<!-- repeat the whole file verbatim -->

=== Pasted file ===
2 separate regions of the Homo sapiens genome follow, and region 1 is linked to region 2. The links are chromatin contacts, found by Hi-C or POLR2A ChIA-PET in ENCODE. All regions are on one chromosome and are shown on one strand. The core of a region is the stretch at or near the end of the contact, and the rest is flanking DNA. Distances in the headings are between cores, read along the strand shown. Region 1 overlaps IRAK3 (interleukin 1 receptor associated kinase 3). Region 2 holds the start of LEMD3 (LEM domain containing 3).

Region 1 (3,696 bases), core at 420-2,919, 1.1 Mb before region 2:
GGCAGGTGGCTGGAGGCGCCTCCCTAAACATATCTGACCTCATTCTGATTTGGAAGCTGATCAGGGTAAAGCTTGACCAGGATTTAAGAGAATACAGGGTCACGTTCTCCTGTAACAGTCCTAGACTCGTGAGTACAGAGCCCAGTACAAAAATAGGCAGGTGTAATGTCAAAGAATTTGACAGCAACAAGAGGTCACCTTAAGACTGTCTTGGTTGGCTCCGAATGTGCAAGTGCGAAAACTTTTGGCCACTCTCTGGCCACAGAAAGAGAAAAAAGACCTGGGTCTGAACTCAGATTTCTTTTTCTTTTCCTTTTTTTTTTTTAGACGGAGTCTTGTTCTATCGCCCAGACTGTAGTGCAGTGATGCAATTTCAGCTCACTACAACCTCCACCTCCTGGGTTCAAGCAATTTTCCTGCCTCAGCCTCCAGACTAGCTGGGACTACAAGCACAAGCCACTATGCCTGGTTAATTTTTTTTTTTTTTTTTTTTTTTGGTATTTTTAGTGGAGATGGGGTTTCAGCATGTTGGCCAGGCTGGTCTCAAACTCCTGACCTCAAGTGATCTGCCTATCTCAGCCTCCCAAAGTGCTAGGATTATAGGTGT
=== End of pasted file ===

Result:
2 separate regions of the Homo sapiens genome follow, and region 1 is linked to region 2. The links are chromatin contacts, found by Hi-C or POLR2A ChIA-PET in ENCODE. All regions are on one chromosome and are shown on one strand. The core of a region is the stretch at or near the end of the contact, and the rest is flanking DNA. Distances in the headings are between cores, read along the strand shown. Region 1 overlaps IRAK3 (interleukin 1 receptor associated kinase 3). Region 2 holds the start of LEMD3 (LEM domain containing 3).

Region 1 (3,696 bases), core at 420-2,919, 1.1 Mb before region 2:
GGCAGGTGGCTGGAGGCGCCTCCCTAAACATATCTGACCTCATTCTGATTTGGAAGCTGATCAGGGTAAAGCTTGACCAGGATTTAAGAGAATACAGGGTCACGTTCTCCTGTAACAGTCCTAGACTCGTGAGTACAGAGCCCAGTACAAAAATAGGCAGGTGTAATGTCAAAGAATTTGACAGCAACAAGAGGTCACCTTAAGACTGTCTTGGTTGGCTCCGAATGTGCAAGTGCGAAAACTTTTGGCCACTCTCTGGCCACAGAAAGAGAAAAAAGACCTGGGTCTGAACTCAGATTTCTTTTTCTTTTCCTTTTTTTTTTTTAGACGGAGTCTTGTTCTATCGCCCAGACTGTAGTGCAGTGATGCAATTTCAGCTCACTACAACCTCCACCTCCTGGGTTCAAGCAATTTTCCTGCCTCAGCCTCCAGACTAGCTGGGACTACAAGCACAAGCCACTATGCCTGGTTAATTTTTTTTTTTTTTTTTTTTTTTGGTATTTTTAGTGGAGATGGGGTTTCAGCATGTTGGCCAGGCTGGTCTCAAACTCCTGACCTCAAGTGATCTGCCTATCTCAGCCTCCCAAAGTGCTAGGATTATAGGTGT